Knowing how to choose the right chainsaw often comes down to understanding and considering your cutting needs. If you're a homeowner, a rural property owner, a firewood user, a farmer, or even a tree and timber owner, you'll likely need a small chainsaw. What are the sizes of your average cuts? A saw with too little power will cause fatigue, which can result in an accident. The reverse is true for large chainsaws -- if you're using too big of a saw for the job, you can become fatigued and more prone to accidents.
If the trees you need to cut are saplings or if you just need to cut small limbs, consider purchasing an electric chainsaw. They're lighter than gas powered chainsaws so fatigue becomes less of an issue. The benefits of an electric saw are that they're easy to start, lightweight, economical, there's no gas to put in, they're quiet and they require little maintenance. They also come with automatic oilers and as battery-powered units.
The benefits of gas powered units are that they're cordless, they're powerful enough for a variety of big jobs, they offer a range of bar lengths, have bar-oiling systems, and are ideal for heavy-duty use. They also feature quick-start electronic ignition, quick-adjust chains, and mufflers for quieter operation.
But regardless of whether you buy a gas-powered chainsaw or electric, there are some basic considerations you need to take into account.
The chainsaw bar is the long bar with the round end. Its size varies from 12 to 36 inches. To reduce hazards, use the shortest bar possible. Most property owners will need a bar that's 16 to 18 inches long.
Understand the kind of chain you need for the work you're going to do. A low kickback chain is good for home or light professional use. Professional chains require special training and are not recommended for home use. Narrow kerf chains are normally used on low-powered chainsaws for light duty use; as such, they leave narrower cutting channel. Ripping chains are another professional-level chain and are not recommended for general home use. Self-sharpening chains are intended for use with saws that have a self-sharpening feature. If you don't have a self-sharpening chain, learn how to sharpen and maintain your chains. This will help you improve you productivity and avoid wear and tear on yourself and the saw.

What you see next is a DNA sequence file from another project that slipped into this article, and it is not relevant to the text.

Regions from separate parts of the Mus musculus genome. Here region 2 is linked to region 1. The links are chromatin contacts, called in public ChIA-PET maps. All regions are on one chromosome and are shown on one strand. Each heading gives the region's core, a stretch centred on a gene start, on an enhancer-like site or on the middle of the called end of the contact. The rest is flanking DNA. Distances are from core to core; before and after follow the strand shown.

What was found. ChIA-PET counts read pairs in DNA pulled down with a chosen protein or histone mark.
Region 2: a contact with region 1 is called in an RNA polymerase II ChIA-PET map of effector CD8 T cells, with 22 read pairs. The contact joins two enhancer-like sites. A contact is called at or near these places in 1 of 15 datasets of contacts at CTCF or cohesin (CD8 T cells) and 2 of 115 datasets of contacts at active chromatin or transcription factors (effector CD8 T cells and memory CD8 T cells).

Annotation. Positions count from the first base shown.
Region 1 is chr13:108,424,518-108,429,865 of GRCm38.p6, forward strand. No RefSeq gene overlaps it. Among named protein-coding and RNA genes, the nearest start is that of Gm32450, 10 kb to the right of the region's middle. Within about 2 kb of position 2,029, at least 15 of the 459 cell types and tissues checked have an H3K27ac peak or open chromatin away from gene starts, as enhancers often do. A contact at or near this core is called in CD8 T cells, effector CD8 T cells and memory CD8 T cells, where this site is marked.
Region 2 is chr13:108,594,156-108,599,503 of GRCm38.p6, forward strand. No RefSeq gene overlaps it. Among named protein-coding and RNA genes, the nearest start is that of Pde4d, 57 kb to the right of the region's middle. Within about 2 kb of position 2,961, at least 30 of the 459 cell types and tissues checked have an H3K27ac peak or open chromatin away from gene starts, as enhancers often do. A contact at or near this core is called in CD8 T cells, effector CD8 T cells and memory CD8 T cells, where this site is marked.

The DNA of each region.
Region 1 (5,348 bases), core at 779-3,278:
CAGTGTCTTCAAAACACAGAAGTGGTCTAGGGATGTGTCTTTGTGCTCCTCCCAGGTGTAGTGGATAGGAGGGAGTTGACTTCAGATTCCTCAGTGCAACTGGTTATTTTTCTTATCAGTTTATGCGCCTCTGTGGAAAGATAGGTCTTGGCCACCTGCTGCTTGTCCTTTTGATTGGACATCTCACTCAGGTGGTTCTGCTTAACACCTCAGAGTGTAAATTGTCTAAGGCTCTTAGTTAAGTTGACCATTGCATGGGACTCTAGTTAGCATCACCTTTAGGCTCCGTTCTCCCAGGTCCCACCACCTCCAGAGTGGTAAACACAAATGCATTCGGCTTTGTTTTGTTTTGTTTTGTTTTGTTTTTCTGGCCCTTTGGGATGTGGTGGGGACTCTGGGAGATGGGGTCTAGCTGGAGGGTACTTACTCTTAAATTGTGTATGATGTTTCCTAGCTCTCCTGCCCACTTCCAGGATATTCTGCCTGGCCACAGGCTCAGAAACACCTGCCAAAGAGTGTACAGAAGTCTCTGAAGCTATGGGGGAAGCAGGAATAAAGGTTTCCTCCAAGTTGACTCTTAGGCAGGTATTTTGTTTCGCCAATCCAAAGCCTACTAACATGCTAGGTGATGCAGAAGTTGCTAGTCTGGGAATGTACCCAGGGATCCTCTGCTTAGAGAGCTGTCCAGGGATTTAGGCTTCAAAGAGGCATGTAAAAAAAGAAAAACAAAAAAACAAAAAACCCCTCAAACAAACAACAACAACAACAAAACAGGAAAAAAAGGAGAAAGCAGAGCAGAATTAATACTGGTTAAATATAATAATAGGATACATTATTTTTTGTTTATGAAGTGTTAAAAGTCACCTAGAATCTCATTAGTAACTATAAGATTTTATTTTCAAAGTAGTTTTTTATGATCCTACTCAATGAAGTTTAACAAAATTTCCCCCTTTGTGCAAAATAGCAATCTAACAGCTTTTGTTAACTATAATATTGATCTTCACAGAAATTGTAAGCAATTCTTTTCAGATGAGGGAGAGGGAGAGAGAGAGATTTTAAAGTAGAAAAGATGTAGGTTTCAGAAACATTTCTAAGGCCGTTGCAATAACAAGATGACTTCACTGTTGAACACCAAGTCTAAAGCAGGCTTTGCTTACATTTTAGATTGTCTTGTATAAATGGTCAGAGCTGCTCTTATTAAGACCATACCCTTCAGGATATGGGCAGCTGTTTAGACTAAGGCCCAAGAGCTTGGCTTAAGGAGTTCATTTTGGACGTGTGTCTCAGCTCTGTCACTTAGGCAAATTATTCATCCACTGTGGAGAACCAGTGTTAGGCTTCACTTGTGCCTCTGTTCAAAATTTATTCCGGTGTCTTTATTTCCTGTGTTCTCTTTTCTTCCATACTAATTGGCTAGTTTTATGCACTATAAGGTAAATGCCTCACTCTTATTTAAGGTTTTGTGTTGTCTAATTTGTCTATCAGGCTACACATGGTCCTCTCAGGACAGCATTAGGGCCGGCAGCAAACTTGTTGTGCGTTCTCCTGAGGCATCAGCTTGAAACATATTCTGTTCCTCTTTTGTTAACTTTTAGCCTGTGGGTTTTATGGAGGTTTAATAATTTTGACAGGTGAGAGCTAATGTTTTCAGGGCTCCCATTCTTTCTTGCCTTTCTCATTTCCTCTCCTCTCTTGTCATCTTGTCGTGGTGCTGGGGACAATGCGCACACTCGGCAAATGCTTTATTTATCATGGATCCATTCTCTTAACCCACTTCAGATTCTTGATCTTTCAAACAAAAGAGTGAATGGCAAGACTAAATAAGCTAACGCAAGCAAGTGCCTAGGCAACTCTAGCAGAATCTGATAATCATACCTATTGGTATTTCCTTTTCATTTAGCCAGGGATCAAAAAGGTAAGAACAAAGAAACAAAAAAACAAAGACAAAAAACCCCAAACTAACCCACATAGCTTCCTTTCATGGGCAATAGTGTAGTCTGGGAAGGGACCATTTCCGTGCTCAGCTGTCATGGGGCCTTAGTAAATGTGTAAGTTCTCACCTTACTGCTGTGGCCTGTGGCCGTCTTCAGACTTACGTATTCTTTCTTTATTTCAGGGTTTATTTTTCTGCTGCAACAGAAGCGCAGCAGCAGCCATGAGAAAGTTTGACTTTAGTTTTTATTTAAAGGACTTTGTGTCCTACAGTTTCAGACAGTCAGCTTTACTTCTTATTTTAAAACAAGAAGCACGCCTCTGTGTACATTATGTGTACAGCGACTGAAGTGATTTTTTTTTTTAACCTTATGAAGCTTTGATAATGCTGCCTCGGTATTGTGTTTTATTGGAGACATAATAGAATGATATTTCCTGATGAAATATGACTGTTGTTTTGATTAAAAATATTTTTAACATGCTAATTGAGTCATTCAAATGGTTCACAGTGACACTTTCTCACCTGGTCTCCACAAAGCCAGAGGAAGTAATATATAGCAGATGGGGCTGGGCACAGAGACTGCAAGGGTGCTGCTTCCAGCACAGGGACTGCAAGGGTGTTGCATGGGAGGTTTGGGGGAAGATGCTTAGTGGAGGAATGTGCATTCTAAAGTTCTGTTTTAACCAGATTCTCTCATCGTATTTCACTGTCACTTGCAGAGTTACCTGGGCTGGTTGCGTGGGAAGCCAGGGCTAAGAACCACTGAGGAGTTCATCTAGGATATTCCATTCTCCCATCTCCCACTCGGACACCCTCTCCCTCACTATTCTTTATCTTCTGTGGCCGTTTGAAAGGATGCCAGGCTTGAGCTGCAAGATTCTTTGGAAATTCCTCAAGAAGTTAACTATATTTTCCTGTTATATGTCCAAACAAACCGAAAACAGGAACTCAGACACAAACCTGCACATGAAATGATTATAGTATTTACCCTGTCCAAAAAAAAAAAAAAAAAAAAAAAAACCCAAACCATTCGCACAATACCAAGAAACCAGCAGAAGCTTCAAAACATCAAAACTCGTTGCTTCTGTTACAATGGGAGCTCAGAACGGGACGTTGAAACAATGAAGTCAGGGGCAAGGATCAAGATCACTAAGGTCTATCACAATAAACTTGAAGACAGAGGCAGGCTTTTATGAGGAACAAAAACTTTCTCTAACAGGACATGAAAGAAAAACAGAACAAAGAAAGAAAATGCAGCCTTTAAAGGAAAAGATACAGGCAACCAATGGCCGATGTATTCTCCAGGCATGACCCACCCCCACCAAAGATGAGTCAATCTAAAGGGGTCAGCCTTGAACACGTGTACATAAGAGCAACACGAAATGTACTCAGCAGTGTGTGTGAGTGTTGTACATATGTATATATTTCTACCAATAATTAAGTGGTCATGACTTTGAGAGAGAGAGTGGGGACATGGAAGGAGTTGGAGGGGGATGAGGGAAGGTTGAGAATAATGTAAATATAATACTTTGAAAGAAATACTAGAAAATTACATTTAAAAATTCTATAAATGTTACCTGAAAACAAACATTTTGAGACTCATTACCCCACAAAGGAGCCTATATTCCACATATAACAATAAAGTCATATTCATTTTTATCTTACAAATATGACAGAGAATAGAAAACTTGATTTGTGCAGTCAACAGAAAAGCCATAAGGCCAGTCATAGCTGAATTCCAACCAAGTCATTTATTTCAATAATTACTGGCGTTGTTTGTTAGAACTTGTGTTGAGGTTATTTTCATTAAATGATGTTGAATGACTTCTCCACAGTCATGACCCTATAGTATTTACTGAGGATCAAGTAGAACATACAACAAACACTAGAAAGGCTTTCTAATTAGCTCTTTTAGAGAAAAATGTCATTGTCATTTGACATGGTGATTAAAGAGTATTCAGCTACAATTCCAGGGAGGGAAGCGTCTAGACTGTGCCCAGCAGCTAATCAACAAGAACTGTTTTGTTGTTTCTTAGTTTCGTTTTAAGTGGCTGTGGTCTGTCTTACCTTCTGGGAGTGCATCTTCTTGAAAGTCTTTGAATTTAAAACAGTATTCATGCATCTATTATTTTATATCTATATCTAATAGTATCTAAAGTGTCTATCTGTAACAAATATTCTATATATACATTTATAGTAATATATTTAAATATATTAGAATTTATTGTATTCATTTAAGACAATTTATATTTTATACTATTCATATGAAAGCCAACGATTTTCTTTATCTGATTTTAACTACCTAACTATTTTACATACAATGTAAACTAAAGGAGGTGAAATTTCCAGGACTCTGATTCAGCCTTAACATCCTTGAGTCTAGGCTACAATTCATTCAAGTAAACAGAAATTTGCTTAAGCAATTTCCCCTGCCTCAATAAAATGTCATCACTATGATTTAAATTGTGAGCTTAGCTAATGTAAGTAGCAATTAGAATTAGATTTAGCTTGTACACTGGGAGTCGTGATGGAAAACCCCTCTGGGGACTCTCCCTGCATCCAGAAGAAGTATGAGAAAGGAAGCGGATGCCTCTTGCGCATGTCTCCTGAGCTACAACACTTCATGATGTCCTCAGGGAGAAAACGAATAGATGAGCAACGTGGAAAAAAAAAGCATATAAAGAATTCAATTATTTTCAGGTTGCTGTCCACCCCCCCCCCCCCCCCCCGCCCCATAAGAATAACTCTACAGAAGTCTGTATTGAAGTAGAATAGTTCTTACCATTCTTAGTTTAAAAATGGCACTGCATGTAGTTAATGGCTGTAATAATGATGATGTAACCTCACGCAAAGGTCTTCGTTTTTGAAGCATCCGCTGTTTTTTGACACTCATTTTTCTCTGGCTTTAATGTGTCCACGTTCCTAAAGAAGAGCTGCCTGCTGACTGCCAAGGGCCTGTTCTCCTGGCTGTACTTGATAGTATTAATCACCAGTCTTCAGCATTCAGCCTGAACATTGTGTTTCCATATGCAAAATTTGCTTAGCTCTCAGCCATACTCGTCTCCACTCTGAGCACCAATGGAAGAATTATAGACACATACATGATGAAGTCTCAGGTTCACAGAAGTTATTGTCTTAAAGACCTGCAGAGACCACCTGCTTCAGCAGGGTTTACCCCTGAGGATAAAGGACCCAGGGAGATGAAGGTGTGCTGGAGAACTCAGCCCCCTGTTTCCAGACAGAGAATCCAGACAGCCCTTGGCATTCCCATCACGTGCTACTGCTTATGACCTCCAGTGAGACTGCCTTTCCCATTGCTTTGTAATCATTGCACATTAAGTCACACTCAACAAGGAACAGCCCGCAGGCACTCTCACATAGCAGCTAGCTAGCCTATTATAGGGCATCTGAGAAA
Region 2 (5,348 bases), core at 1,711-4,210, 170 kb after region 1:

Before cutting, become completely familiar with your chain brake, throttle safety latch, and chain guard links. Practice on small branches and limbs. Look for these safety features:
Before purchasing a chainsaw, think about whether or not renting one would be a better option. Figure how often you're really going to be using a chainsaw and see if it's worth the investment. You can also rent a chainsaw in order to get used to operating one. If you find you're not comfortable handling one, you may decide that hiring the work out is a better and safer option. The last thing you want to do is operate a chainsaw if you cannot guarantee your safety; they can be very dangerous if not handled with great care and precision.